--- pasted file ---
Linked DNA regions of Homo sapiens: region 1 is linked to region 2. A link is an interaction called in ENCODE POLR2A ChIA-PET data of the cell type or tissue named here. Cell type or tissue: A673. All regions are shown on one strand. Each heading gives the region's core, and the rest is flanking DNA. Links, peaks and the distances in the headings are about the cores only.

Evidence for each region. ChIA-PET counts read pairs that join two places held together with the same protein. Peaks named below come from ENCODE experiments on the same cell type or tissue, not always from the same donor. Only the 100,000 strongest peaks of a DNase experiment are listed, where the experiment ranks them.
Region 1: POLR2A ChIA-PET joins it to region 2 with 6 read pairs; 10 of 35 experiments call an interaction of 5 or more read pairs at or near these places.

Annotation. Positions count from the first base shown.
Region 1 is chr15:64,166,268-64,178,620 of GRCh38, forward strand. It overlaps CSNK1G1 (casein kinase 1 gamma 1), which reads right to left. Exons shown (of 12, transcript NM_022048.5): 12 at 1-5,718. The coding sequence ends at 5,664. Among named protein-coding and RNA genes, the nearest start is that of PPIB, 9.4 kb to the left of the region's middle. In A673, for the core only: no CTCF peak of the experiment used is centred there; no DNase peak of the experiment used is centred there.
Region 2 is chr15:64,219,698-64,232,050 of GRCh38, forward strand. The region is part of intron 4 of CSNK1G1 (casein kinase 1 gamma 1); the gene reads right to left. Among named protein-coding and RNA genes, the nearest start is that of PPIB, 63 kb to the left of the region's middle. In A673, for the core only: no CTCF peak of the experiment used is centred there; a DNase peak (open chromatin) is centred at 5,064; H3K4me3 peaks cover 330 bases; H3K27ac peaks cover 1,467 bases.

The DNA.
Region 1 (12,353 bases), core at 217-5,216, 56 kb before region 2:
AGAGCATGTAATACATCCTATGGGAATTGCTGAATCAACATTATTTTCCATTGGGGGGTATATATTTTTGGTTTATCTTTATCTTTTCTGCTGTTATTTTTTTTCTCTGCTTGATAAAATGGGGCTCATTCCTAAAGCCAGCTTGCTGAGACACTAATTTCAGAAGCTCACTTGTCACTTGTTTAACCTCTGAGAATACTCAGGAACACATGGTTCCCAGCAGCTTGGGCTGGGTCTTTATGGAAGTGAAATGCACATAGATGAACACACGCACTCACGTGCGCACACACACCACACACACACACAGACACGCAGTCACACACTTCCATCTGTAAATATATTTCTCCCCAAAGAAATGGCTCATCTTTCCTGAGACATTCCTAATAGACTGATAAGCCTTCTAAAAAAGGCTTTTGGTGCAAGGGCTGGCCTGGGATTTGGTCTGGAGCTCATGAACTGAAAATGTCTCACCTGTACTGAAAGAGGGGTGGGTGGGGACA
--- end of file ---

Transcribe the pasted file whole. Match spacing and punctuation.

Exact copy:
Linked DNA regions of Homo sapiens: region 1 is linked to region 2. A link is an interaction called in ENCODE POLR2A ChIA-PET data of the cell type or tissue named here. Cell type or tissue: A673. All regions are shown on one strand. Each heading gives the region's core, and the rest is flanking DNA. Links, peaks and the distances in the headings are about the cores only.

Evidence for each region. ChIA-PET counts read pairs that join two places held together with the same protein. Peaks named below come from ENCODE experiments on the same cell type or tissue, not always from the same donor. Only the 100,000 strongest peaks of a DNase experiment are listed, where the experiment ranks them.
Region 1: POLR2A ChIA-PET joins it to region 2 with 6 read pairs; 10 of 35 experiments call an interaction of 5 or more read pairs at or near these places.

Annotation. Positions count from the first base shown.
Region 1 is chr15:64,166,268-64,178,620 of GRCh38, forward strand. It overlaps CSNK1G1 (casein kinase 1 gamma 1), which reads right to left. Exons shown (of 12, transcript NM_022048.5): 12 at 1-5,718. The coding sequence ends at 5,664. Among named protein-coding and RNA genes, the nearest start is that of PPIB, 9.4 kb to the left of the region's middle. In A673, for the core only: no CTCF peak of the experiment used is centred there; no DNase peak of the experiment used is centred there.
Region 2 is chr15:64,219,698-64,232,050 of GRCh38, forward strand. The region is part of intron 4 of CSNK1G1 (casein kinase 1 gamma 1); the gene reads right to left. Among named protein-coding and RNA genes, the nearest start is that of PPIB, 63 kb to the left of the region's middle. In A673, for the core only: no CTCF peak of the experiment used is centred there; a DNase peak (open chromatin) is centred at 5,064; H3K4me3 peaks cover 330 bases; H3K27ac peaks cover 1,467 bases.

The DNA.
Region 1 (12,353 bases), core at 217-5,216, 56 kb before region 2:
AGAGCATGTAATACATCCTATGGGAATTGCTGAATCAACATTATTTTCCATTGGGGGGTATATATTTTTGGTTTATCTTTATCTTTTCTGCTGTTATTTTTTTTCTCTGCTTGATAAAATGGGGCTCATTCCTAAAGCCAGCTTGCTGAGACACTAATTTCAGAAGCTCACTTGTCACTTGTTTAACCTCTGAGAATACTCAGGAACACATGGTTCCCAGCAGCTTGGGCTGGGTCTTTATGGAAGTGAAATGCACATAGATGAACACACGCACTCACGTGCGCACACACACCACACACACACACAGACACGCAGTCACACACTTCCATCTGTAAATATATTTCTCCCCAAAGAAATGGCTCATCTTTCCTGAGACATTCCTAATAGACTGATAAGCCTTCTAAAAAAGGCTTTTGGTGCAAGGGCTGGCCTGGGATTTGGTCTGGAGCTCATGAACTGAAAATGTCTCACCTGTACTGAAAGAGGGGTGGGTGGGGACA